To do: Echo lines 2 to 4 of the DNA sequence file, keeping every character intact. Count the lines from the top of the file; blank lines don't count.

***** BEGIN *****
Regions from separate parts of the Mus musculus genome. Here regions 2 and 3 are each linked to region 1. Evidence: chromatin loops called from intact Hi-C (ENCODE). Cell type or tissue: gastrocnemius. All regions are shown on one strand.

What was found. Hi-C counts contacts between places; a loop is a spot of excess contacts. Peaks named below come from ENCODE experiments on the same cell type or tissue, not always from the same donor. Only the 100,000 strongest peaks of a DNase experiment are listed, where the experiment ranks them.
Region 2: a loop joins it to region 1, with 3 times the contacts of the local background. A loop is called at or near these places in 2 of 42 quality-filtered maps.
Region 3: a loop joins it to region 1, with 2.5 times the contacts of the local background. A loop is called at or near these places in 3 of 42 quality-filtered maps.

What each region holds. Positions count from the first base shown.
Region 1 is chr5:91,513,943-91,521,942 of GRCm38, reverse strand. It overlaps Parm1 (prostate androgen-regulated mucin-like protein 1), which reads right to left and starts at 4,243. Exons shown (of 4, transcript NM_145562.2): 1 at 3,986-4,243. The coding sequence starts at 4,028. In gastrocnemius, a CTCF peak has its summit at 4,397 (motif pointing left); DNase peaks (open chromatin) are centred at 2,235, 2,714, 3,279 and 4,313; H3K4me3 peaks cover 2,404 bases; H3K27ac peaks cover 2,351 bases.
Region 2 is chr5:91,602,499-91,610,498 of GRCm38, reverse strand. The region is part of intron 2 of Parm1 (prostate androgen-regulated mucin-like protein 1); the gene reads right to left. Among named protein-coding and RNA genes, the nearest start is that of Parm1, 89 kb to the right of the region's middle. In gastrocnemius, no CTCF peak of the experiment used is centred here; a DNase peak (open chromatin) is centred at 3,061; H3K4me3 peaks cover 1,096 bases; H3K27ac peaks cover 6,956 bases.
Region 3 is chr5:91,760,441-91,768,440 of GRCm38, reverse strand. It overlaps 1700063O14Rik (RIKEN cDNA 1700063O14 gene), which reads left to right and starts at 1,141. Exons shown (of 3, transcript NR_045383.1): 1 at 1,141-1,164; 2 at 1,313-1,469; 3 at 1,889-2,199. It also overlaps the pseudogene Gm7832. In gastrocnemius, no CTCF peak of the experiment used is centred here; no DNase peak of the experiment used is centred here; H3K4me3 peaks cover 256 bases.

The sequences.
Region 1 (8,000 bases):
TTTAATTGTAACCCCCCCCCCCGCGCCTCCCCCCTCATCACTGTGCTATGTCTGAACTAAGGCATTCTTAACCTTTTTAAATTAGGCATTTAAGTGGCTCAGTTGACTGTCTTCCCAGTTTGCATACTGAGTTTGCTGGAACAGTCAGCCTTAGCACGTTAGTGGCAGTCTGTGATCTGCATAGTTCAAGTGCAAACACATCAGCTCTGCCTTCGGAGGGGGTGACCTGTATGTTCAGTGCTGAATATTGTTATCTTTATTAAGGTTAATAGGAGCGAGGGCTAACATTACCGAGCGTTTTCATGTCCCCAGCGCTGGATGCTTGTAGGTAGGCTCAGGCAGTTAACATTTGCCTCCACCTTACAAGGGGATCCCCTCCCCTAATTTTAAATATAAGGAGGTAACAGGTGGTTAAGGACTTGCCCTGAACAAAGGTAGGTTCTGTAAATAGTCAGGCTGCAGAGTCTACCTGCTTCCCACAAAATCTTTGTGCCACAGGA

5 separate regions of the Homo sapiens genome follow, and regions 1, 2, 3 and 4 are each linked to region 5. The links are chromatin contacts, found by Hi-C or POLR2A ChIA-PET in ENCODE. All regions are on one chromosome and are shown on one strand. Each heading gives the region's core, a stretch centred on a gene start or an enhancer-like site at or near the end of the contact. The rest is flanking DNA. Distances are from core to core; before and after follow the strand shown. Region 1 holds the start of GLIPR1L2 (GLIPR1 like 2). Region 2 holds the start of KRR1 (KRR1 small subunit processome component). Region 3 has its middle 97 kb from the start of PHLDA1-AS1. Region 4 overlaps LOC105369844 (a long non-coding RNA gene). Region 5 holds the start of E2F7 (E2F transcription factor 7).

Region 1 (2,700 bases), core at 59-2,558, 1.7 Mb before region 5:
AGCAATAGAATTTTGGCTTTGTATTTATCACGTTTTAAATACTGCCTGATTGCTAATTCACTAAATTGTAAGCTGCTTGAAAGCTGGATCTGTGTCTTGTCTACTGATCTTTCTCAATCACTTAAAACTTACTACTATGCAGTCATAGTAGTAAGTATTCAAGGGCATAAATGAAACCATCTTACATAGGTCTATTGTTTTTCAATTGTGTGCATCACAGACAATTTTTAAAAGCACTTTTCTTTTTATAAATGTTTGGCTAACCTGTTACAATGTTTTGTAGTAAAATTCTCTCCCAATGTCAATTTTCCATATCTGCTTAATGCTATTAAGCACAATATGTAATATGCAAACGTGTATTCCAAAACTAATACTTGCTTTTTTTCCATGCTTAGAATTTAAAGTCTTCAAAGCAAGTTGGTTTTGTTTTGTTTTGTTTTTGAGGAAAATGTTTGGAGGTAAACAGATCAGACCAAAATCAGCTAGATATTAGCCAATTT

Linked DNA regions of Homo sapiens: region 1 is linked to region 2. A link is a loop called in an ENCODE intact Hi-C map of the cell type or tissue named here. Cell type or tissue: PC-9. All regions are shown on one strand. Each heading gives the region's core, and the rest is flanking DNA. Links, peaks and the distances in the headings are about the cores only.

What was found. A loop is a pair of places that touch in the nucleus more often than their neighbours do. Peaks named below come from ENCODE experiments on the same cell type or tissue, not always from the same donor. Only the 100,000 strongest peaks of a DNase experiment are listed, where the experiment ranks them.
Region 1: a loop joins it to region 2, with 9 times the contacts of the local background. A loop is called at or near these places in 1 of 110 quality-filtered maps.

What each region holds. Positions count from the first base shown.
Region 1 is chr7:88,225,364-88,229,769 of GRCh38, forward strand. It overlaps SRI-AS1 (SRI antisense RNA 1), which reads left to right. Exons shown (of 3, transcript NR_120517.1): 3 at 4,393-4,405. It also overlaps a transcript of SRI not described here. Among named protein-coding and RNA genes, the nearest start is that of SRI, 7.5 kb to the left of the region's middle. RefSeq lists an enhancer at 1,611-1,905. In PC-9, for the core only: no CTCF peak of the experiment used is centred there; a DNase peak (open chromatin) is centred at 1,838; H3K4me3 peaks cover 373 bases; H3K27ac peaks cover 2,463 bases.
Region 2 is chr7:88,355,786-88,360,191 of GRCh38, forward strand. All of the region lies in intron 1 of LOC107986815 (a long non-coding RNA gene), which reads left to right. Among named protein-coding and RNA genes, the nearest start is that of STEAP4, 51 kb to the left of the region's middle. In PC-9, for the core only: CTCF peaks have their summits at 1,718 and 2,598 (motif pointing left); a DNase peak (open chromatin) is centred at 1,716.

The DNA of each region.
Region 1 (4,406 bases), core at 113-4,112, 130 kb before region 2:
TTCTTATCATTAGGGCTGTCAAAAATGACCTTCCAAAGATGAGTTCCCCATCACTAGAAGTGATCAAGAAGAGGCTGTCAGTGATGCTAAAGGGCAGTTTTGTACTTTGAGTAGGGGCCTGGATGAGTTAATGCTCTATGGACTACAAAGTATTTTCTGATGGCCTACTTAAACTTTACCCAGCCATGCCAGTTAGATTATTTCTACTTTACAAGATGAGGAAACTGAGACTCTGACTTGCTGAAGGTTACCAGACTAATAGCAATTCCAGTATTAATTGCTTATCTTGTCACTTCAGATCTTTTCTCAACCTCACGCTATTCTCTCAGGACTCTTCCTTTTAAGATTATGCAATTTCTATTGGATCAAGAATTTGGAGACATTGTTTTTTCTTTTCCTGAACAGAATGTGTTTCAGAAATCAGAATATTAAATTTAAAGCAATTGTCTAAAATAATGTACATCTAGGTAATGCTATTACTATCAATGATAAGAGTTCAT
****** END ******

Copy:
What was found. Hi-C counts contacts between places; a loop is a spot of excess contacts. Peaks named below come from ENCODE experiments on the same cell type or tissue, not always from the same donor. Only the 100,000 strongest peaks of a DNase experiment are listed, where the experiment ranks them.
Region 2: a loop joins it to region 1, with 3 times the contacts of the local background. A loop is called at or near these places in 2 of 42 quality-filtered maps.
Region 3: a loop joins it to region 1, with 2.5 times the contacts of the local background. A loop is called at or near these places in 3 of 42 quality-filtered maps.